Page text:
Non-mechanical diamond processing includes various conventional processes, for instance RIE etching, microwave plasma etching, ECR plasma etching, ion beam etching, etc. Among these non-mechanical processes alternatives, only RIE methods can tackle successfully all the aspects of processing speed, processing area, surface roughness after processing, formation of damaged layers upon etching, etc. RIE is a high-speed smooth method that allows removing only work-affected layers from the seed substrate without damaging the latter. Following RIE, vapor-phase growth of single crystals allows obtaining high-quality and strain-free large-size diamond single crystal substrates.

The RIE according to the present invention may be carried out using known methods. In the present invention may be used for instance methods using capacitively coupled plasma (CCP) wherein a high-frequency power source is connected to electrodes arranged facing one another inside a vacuum vessel, or methods using inductively coupled plasma (ICP) wherein a high-frequency power source is connected to a coil wound around a vacuum vessel, or combinations of these methods.

Mixtures of oxygen and carbon fluoride are preferably used for the etching gas, with preferred etching pressures of 1.33 Pa or more and 13.3 Pa or less. The above gas types and pressures allow removing only the work-affected layers, smoothly and at high speeds.

A suitable etching thickness of the seed substrate in the present invention is at least 0.5 μm and less than 400 μm, preferably at least 5 μm and no more than 50 μm, and more preferably at least 10 μm and no more than 30 μm. The shorter processing time of a thinner etching thickness is advantageous for preserving surface smoothness. The thickness of the work-affected layer of the seed substrate depends on the type and strength of the polishing used. Most polishing is done with depths of less than 0.5 μm, but occasionally depths of about 10 μm can be reached locally, causing portions grown from such areas to exhibit inferior semiconductor properties. Conversely, a thicker etching depth requires a longer etching time and may result in increased etching-induced surface roughness, which may give rise to a degradation in crystallinity during the subsequent single crystal growth. A suitable temperature of the substrate during etching is 800K or less, preferably 600K or less. Carrying out the etching processing under the above conditions improves the crystallinity of the diamond single crystal substrate obtained thereafter by vapor-phase growth.

The side faces of the seed substrate according to the present invention are etched away likewise by RIE, in order to remove from them preferably at least 50 nm, more preferably at least 0.15 μm; in particular, when the side faces have also been mechanically polished, preferably 0.5 μm or more are removed from the side faces by etching. This allows reducing strain in areas grown laterally from the side faces, especially in cases of expanded growth in the horizontal direction during thick-film growth of single crystals. There are RIE methods for side faces wherein etching in the horizontal directing is performed simultaneously with the RIE of the seed substrate surface; however methods wherein only the side faces of a substrate standing up are etched are more effective as they allow controlling etching thickness individually.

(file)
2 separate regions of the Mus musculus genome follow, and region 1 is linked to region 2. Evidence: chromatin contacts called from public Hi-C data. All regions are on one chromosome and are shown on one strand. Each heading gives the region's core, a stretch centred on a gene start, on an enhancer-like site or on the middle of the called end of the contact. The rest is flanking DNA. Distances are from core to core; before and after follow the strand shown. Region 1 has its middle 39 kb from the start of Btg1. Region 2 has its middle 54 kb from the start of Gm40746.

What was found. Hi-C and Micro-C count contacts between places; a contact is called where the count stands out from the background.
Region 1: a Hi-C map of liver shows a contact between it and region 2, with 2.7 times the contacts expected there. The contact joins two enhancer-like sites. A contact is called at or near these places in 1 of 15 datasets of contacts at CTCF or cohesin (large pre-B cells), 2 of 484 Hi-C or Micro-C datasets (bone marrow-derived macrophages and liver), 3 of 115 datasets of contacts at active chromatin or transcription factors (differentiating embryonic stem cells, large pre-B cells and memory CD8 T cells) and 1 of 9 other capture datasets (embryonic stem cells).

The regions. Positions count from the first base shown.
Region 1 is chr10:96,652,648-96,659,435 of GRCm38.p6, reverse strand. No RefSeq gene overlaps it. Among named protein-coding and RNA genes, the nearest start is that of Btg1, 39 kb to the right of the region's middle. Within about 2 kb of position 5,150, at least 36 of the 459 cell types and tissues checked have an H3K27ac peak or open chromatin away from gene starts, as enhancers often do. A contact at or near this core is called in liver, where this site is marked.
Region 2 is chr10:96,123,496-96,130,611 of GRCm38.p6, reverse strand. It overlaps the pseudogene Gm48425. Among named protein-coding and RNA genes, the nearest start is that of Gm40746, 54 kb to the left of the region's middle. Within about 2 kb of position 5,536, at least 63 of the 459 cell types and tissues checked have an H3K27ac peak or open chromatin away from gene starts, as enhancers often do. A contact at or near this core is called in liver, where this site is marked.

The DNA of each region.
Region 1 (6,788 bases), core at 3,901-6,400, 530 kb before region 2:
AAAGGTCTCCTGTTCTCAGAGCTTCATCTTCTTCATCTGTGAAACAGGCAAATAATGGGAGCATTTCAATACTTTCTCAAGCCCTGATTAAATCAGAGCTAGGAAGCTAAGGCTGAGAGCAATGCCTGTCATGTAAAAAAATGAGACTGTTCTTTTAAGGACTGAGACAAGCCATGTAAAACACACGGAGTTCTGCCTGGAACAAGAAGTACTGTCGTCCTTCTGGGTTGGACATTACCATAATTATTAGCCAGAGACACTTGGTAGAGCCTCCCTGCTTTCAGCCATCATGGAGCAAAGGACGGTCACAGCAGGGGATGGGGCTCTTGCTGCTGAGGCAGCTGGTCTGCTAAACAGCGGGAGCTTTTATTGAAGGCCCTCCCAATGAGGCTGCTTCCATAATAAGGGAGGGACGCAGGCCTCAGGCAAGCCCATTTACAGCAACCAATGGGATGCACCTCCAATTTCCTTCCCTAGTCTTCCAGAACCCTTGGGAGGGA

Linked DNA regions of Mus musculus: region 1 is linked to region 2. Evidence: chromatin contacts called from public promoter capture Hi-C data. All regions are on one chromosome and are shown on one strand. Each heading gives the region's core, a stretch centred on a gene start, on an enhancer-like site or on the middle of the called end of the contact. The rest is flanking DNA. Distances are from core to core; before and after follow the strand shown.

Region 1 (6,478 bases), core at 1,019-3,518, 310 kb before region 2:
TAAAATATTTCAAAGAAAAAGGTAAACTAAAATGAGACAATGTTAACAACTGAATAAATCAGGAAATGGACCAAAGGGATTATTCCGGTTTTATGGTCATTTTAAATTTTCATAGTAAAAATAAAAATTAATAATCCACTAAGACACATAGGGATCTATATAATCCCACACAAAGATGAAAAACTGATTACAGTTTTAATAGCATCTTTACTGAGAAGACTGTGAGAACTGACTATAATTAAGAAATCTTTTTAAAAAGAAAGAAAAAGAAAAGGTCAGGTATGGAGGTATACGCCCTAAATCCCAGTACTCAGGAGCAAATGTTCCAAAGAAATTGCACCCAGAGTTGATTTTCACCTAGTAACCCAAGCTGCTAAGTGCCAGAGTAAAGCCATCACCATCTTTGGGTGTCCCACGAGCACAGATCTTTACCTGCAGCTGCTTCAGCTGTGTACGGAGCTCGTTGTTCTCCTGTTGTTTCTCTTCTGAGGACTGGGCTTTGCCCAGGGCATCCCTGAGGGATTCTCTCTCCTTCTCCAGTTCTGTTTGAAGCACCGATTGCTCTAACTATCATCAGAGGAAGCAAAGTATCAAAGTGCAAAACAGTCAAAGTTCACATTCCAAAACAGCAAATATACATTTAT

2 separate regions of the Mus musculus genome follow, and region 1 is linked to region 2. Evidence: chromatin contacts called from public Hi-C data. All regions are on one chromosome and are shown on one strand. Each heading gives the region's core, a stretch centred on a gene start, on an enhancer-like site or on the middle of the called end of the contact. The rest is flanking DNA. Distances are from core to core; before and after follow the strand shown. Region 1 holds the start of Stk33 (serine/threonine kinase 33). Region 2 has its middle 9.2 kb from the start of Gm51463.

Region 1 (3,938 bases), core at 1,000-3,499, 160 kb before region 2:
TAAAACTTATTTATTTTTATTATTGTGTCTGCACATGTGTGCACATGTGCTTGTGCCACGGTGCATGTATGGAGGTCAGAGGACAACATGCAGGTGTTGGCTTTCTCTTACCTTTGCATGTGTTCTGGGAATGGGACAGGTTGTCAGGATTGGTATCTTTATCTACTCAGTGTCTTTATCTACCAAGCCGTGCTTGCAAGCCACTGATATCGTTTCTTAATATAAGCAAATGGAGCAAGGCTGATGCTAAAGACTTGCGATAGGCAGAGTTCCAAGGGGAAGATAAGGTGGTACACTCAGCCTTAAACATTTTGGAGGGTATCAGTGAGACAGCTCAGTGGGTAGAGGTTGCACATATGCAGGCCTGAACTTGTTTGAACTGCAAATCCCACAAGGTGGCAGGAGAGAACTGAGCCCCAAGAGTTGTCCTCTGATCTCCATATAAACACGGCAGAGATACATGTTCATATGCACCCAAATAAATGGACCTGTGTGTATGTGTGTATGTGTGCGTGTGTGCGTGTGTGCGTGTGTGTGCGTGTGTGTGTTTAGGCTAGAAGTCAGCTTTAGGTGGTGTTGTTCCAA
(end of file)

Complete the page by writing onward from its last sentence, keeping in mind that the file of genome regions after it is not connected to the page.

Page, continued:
Herein although any known method for diamond vapor-phase synthesis, such as a microwave plasma CVD method, or a direct current plasma CVD method. may be used for single crystal vapor-phase growth, preferably a microwave plasma CVD method is used from the viewpoint of growth rate, growth area and impurity inclusions.

In the diamond single crystal substrate according to the present invention obtained by the methods above, the fewer the work-affected layers on the seed crystal surface the better. In order to obtain a high-quality single crystal substrate by vapor phase synthesis using a diamond single seed crystal substrate according to the present invention, or to obtain a single crystal substrate at least 100 μm thick, the area density of work-affected layers in the etched seed substrate should be at most 1 occurrence per cm2 (0.01 occurrence/mm2), and the ratio of the surface occupied by the work-affected layers relative to the substrate should be 0.001% or less. The density and surface area of these work-affected layers can be evaluated by transmission electron microscopy inspection, as mentioned above, or by means of microscopic Raman spectroscopy, described below, growing ultra-thin (e.g. thickness of 1 μm or less) diamond single crystals, or by any other means apart from these two.